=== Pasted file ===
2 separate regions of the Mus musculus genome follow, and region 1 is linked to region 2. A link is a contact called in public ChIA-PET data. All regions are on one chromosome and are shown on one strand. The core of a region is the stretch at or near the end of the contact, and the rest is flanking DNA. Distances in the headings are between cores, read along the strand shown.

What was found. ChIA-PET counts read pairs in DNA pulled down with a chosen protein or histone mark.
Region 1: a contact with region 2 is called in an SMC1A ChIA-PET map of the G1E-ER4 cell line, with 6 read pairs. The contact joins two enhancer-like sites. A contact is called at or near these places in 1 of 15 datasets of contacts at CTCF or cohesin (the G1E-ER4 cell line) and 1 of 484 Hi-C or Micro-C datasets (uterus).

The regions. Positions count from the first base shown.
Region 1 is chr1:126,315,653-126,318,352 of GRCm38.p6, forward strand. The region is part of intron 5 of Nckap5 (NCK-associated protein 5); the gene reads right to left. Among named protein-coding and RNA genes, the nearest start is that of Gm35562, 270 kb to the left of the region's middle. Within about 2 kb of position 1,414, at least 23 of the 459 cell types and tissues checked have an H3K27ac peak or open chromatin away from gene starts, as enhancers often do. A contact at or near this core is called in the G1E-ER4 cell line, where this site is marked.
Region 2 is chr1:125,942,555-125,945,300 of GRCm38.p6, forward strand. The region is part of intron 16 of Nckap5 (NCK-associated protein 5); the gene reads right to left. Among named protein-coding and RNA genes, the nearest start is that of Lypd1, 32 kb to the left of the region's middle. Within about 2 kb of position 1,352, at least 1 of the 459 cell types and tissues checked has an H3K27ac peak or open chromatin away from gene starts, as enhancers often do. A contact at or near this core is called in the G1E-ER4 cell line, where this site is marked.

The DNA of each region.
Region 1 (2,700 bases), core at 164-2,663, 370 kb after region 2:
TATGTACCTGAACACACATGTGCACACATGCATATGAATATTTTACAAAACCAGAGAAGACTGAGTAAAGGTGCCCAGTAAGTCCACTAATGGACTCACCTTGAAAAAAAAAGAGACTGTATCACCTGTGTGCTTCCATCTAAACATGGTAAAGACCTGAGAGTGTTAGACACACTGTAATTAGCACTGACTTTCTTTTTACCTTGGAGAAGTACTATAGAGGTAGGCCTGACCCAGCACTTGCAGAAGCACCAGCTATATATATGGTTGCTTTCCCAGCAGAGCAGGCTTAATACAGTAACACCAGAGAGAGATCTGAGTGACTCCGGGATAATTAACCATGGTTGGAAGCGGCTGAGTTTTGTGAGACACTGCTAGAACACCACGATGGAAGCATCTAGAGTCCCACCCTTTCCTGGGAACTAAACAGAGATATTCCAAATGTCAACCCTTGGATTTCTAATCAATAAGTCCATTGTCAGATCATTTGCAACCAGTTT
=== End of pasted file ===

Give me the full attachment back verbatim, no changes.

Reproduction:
2 separate regions of the Mus musculus genome follow, and region 1 is linked to region 2. A link is a contact called in public ChIA-PET data. All regions are on one chromosome and are shown on one strand. The core of a region is the stretch at or near the end of the contact, and the rest is flanking DNA. Distances in the headings are between cores, read along the strand shown.

What was found. ChIA-PET counts read pairs in DNA pulled down with a chosen protein or histone mark.
Region 1: a contact with region 2 is called in an SMC1A ChIA-PET map of the G1E-ER4 cell line, with 6 read pairs. The contact joins two enhancer-like sites. A contact is called at or near these places in 1 of 15 datasets of contacts at CTCF or cohesin (the G1E-ER4 cell line) and 1 of 484 Hi-C or Micro-C datasets (uterus).

The regions. Positions count from the first base shown.
Region 1 is chr1:126,315,653-126,318,352 of GRCm38.p6, forward strand. The region is part of intron 5 of Nckap5 (NCK-associated protein 5); the gene reads right to left. Among named protein-coding and RNA genes, the nearest start is that of Gm35562, 270 kb to the left of the region's middle. Within about 2 kb of position 1,414, at least 23 of the 459 cell types and tissues checked have an H3K27ac peak or open chromatin away from gene starts, as enhancers often do. A contact at or near this core is called in the G1E-ER4 cell line, where this site is marked.
Region 2 is chr1:125,942,555-125,945,300 of GRCm38.p6, forward strand. The region is part of intron 16 of Nckap5 (NCK-associated protein 5); the gene reads right to left. Among named protein-coding and RNA genes, the nearest start is that of Lypd1, 32 kb to the left of the region's middle. Within about 2 kb of position 1,352, at least 1 of the 459 cell types and tissues checked has an H3K27ac peak or open chromatin away from gene starts, as enhancers often do. A contact at or near this core is called in the G1E-ER4 cell line, where this site is marked.

The DNA of each region.
Region 1 (2,700 bases), core at 164-2,663, 370 kb after region 2:
TATGTACCTGAACACACATGTGCACACATGCATATGAATATTTTACAAAACCAGAGAAGACTGAGTAAAGGTGCCCAGTAAGTCCACTAATGGACTCACCTTGAAAAAAAAAGAGACTGTATCACCTGTGTGCTTCCATCTAAACATGGTAAAGACCTGAGAGTGTTAGACACACTGTAATTAGCACTGACTTTCTTTTTACCTTGGAGAAGTACTATAGAGGTAGGCCTGACCCAGCACTTGCAGAAGCACCAGCTATATATATGGTTGCTTTCCCAGCAGAGCAGGCTTAATACAGTAACACCAGAGAGAGATCTGAGTGACTCCGGGATAATTAACCATGGTTGGAAGCGGCTGAGTTTTGTGAGACACTGCTAGAACACCACGATGGAAGCATCTAGAGTCCCACCCTTTCCTGGGAACTAAACAGAGATATTCCAAATGTCAACCCTTGGATTTCTAATCAATAAGTCCATTGTCAGATCATTTGCAACCAGTTT